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April 10, 2013

When Caring Hurts. ~ Edith Lazenby

Source: 500px.com via Heart on Pinterest

I have written this before but I’ll write it again: My mantra as a teen was, I don’t care.

I hurt too much to feel, and care demands feeling. The more we care, the deeper we feel the care.

Yesterday I hurt my Dad’s feelings. He is 86-years-old. And he pushed me and I pushed back. I told him he was an angry man when I was young, among other things.

Then I wanted to take my anger and throw it anywhere but at him. I hurt. He hurt me, so I hurt him.

We made up soon after and I called later on that day to remind him that if he wasn’t the way he is and was, and mom wasn’t who she is and was, then I would not be who I am.

And I kind of like who I am.

The anger I learned from him saved my ass more than once. In fact, it saved my life. If I was not angry and arrogant when I was sick and stuck in the mental health system, I might not have found my way out.

Well, today someone I have come to care about deeply, might be drying her tears because she hurts. Someone she loves said the worst thing he could probably say to her: He told her she did not care about him. He told her she did not care enough. He took care, compassion’s finger tips, and turned it into a fist.

Now I don’t know her friend.

I understand feeling hurt. And it is those we love the most who can hurt us the most. The people who know us, who we let in, know where the tender spots are. They know where the weak spots are. They know how we are vulnerable.

And always relationships are a dance.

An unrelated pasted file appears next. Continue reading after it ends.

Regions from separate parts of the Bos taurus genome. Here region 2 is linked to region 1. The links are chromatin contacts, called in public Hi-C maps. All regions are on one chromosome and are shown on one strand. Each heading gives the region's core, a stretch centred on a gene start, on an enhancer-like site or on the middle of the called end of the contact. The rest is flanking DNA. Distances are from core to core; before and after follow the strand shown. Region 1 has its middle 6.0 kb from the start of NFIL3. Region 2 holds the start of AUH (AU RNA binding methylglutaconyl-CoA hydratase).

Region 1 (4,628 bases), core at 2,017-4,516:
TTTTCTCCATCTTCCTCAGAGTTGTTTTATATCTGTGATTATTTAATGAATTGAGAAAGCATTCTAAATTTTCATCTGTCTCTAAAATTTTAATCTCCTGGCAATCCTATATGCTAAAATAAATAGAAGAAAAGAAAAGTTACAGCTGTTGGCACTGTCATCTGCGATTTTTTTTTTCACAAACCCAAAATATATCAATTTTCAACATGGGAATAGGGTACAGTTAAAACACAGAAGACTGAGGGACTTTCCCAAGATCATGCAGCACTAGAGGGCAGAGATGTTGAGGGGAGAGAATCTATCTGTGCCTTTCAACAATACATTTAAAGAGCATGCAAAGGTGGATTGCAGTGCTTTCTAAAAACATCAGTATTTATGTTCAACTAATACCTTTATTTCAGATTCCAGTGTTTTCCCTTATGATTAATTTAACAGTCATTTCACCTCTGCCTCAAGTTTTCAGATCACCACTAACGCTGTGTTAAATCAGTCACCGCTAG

One of my dearest friends and I have had to dance without each other at different times. We hurt each other, though we never really wanted to hurt each other.

Before I knew her well we were walking and I told her people can be replaced. What I meant was the functions people serve in our lives can be replaced, outside of parents, but I did not say that.

I might as well have taken a knife and sliced into her heart.

Because no one can ever really be replaced.

People do come and go. I lost two friends in the last year. But I don’t stop thinking of them.

I eloped. I told no one in my family and none of my friends. I told two people I was not close to because it was safe or necessary.

One woman I spoke to back then had lost her husband early in her marriage to an accident and she gave me words of advice: Beware what you say when angry. You cannot take back your words.

I want to say we don’t intend to hurt those we love but sometimes we do. But when we hurt those we love it is our hurt finding a voice for a reason we may or may not understand and it may or may not have anything to do with the one we hurt.

As I tell a good friend these days: Life is not fair.

Most of us are doing our best most of the time.

Sadly, sometimes the best causes hearts to break. But as I said before, our hearts grow stronger and stronger as they mend and heal.

And it is forgiveness that heals what keeps us whole.

 

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Ed: Brianna Bemel

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